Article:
I found the big “oh!” moment towards the end so heavily foreshadowed and personally unemotional that it just didn’t really do it for me. The pacing of Code Name Verity is so very, very slow. I was told that it picks up halfway through but I never felt like it did. The beginning of the book gets so bogged down in back story that by the time the main story started, I was rather unimpressed.


I know several readers loved Code Name Verity, but I was rather. . . well, bored, the entire time. I thought it was too technical, too unemotional, and all together not compelling. I never really understood the central friendship, so the rest of the story fell down around it. 2/5 cupcakes.




2 Stars

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9 responses to “Book Review: Code Name Verity by Elizabeth Wein

  1. I’m sorry you didn’t love this one, but I can understand why. I really was very unsure about everything (the friendship, the plot, Maddie and Verity as individuals, again, EVERYTHIG) until Maddie’s part. And while I ended up really enjoying it, the pacing (which I think was a disservice to the story) and the fact that the “emotional moments” didn’t work completely for me made it not a five star read for me like it was for so many others.

    • Stormy

      It’s nice to know that I’m not the only one who struggled with some of the “emotional moments”(though it sounds like you enjoyed this one more than I did!). On one hand, I admit it’s well-crafted, but something was just missing for me in such a fundamental way.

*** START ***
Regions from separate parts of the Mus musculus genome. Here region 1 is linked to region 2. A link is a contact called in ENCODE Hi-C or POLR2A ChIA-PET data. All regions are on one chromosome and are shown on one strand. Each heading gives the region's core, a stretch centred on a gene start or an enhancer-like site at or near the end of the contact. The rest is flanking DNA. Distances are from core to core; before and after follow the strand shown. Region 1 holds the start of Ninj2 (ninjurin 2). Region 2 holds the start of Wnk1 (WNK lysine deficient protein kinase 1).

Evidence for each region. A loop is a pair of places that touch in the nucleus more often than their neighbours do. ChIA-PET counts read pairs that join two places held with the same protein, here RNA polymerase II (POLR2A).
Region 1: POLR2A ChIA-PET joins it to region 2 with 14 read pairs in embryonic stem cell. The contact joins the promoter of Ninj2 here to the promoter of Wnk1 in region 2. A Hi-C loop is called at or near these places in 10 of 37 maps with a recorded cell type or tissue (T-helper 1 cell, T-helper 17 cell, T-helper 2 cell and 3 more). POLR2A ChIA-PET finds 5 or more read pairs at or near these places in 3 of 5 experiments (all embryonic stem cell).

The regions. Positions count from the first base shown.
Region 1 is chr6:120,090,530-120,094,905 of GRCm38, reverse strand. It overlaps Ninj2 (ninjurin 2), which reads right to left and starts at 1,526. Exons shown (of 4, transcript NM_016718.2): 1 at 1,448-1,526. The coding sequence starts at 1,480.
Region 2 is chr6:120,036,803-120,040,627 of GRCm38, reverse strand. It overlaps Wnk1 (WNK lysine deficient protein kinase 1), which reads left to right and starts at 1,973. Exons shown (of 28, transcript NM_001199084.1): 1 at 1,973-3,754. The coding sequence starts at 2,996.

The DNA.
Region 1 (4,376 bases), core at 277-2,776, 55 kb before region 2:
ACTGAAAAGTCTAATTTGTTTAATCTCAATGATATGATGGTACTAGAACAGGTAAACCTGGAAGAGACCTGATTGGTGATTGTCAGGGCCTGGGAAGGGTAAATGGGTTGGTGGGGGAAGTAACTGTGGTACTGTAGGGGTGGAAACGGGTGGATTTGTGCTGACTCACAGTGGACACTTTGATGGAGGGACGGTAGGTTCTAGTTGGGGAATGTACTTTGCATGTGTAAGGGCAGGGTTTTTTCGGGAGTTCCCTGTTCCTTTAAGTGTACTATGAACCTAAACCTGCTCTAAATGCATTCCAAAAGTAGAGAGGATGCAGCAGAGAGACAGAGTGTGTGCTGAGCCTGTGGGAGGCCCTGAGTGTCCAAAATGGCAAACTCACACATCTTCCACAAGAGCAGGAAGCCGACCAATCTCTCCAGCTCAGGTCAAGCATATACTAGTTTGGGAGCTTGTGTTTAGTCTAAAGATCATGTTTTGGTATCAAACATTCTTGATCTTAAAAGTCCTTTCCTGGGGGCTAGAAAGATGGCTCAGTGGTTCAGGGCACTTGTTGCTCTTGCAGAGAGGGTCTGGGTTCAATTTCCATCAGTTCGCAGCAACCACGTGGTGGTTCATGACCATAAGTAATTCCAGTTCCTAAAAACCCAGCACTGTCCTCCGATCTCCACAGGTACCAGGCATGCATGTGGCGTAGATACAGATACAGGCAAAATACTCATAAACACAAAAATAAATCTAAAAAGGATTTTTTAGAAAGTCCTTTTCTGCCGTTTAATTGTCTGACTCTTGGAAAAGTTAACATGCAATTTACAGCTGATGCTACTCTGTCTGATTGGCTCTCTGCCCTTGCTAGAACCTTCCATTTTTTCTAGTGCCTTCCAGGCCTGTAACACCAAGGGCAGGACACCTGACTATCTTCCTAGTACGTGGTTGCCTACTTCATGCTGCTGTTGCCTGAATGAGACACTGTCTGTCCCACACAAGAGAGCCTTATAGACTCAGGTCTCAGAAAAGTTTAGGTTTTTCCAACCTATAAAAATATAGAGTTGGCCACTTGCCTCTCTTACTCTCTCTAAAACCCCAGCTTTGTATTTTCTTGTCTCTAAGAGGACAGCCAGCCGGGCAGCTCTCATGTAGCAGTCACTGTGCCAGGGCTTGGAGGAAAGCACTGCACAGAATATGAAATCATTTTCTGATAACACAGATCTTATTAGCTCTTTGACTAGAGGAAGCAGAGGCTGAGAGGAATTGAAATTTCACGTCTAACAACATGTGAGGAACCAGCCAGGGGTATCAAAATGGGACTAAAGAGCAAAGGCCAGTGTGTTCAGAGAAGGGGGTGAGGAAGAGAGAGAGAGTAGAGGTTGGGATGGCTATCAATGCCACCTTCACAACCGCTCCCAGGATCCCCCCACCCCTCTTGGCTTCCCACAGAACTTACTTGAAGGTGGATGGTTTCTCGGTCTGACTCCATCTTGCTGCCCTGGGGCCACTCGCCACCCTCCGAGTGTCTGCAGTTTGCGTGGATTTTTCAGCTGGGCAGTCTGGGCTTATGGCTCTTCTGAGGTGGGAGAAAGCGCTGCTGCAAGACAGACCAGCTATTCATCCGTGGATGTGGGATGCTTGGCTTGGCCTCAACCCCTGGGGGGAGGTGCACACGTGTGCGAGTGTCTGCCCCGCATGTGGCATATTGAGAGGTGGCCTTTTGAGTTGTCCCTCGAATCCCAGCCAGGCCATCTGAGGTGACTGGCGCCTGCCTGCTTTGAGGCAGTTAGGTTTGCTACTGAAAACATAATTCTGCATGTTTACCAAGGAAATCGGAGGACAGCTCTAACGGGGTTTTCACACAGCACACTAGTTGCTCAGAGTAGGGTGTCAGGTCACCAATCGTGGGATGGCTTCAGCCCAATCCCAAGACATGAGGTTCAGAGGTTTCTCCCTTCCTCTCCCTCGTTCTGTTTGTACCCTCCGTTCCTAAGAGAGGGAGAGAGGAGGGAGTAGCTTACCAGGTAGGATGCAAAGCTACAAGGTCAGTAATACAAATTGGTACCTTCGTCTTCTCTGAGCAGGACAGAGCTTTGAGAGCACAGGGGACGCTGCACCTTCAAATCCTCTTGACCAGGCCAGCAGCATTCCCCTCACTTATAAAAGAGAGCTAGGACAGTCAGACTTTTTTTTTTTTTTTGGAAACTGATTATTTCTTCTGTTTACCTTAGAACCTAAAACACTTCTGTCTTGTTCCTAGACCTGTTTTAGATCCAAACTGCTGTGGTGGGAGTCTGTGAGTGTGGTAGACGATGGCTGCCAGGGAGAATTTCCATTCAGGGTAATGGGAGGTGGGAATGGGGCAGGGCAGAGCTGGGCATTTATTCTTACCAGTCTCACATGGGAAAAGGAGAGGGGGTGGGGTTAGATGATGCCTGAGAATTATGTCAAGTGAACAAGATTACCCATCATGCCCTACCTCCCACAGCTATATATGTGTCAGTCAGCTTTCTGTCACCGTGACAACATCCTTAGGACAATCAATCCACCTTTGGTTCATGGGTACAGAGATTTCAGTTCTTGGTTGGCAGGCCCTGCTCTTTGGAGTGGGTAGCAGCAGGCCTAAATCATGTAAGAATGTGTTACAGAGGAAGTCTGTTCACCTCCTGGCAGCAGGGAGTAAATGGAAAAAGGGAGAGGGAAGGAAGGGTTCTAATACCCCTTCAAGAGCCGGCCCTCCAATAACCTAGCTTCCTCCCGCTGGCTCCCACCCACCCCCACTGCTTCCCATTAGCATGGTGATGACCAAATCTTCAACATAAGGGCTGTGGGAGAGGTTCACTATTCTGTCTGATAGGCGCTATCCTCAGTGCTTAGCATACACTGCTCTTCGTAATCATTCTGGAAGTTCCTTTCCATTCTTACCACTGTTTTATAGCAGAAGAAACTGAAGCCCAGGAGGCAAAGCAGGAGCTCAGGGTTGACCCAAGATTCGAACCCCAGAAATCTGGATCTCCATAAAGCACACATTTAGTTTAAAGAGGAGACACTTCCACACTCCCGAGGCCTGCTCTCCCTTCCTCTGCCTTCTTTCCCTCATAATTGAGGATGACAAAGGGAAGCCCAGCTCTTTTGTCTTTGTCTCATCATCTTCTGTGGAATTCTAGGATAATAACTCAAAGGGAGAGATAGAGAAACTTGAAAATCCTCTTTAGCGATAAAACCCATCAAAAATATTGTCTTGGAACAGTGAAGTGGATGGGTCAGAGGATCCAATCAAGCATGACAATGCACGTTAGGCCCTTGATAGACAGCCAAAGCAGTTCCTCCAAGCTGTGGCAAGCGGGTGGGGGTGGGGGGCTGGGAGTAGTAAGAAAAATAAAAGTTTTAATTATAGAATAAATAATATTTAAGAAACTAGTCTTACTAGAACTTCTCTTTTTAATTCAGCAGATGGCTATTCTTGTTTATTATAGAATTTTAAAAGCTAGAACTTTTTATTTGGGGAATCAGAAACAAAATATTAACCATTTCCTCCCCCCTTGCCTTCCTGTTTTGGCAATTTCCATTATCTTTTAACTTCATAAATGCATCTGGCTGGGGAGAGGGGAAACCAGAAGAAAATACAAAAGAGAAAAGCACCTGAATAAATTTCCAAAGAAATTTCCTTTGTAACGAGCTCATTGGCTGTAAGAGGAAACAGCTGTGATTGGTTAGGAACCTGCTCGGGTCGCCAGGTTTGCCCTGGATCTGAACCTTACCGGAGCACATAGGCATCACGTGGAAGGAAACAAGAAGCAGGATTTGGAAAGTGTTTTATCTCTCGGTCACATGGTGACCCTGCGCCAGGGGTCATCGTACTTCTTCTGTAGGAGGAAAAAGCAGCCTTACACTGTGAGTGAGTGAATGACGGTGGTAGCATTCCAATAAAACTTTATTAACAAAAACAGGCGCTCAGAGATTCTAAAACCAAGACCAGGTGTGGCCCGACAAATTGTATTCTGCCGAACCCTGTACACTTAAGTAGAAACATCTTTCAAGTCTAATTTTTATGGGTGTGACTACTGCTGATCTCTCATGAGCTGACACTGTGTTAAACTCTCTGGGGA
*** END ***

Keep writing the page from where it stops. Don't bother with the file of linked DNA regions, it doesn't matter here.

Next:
2. Cait

    Aw, so sad this wasn’t for you. I initially DNF’ed it because I didn’t “get it”. I LOVED Verity and wanted more of her, so I was pretty bored being stuck with Maddie flying planes. Then I listened to it on audio. BEST DECISION EVER. The narrator was fantastic and I was soooo sucked in. x) I loved Maddie/Verity’s friendship and I totally felt for them. It’s one of my favourite all time. (Buuut, I also loved NADTD.) XD I DO understand why didn’t work for you, though!

    • Stormy

      It’s so interesting to me that so many people said they struggled with the beginning and almost DNFed, then loved it. I struggled a bit with the beginning too, but never to the point I considered DNF-ing(not at the beginning, anyway! I started feeling that way around the middle). You’re the second person who said they loved it when they listened to the audio! Maybe I picked the wrong format for this book.

  3. That’s funny, because I found Code Name Verity to be very emotional – not unemotional at all. But that was my experience. I did really buy into the deep friendship that Maddie and Verity had. I also didn’t find it boring or slow, but I was listening to the audio, and I definitely think that can make a difference.

    Sorry this one didn’t hit the mark for you.

    • Stormy

      Well, I think most people have more of a similar experience to you–I definitely feel like an outlier! I’m not sure why it felt unemotional. Everything going on *should* have made me feel emotional, but somehow it just never reached me in the same way I thought it would.

  4. I, too, was not as moved by the friendship as many other readers seemed to be. I think this is one of those love it or hate it reads. It certainly isn’t very palatable in the beginning. I much more enjoyed Maddie’s version of the story and writing style as well.

    • Stormy

      I’m glad I’m not the only one! I could see *why* everyone seems to love it without feeling it myself.

      • I can too, but for some reason, I just didn’t connect with the characters. It is very well-written though, and the dual personas is well done. I’ve seen good reviews of Rose Under Fire from readers who weren’t feeling Code Name Verity, so I’ve considered checking that one out. At the same time, life is too short to read lackluster books! Looking forward to seeing you around Armchair BEA!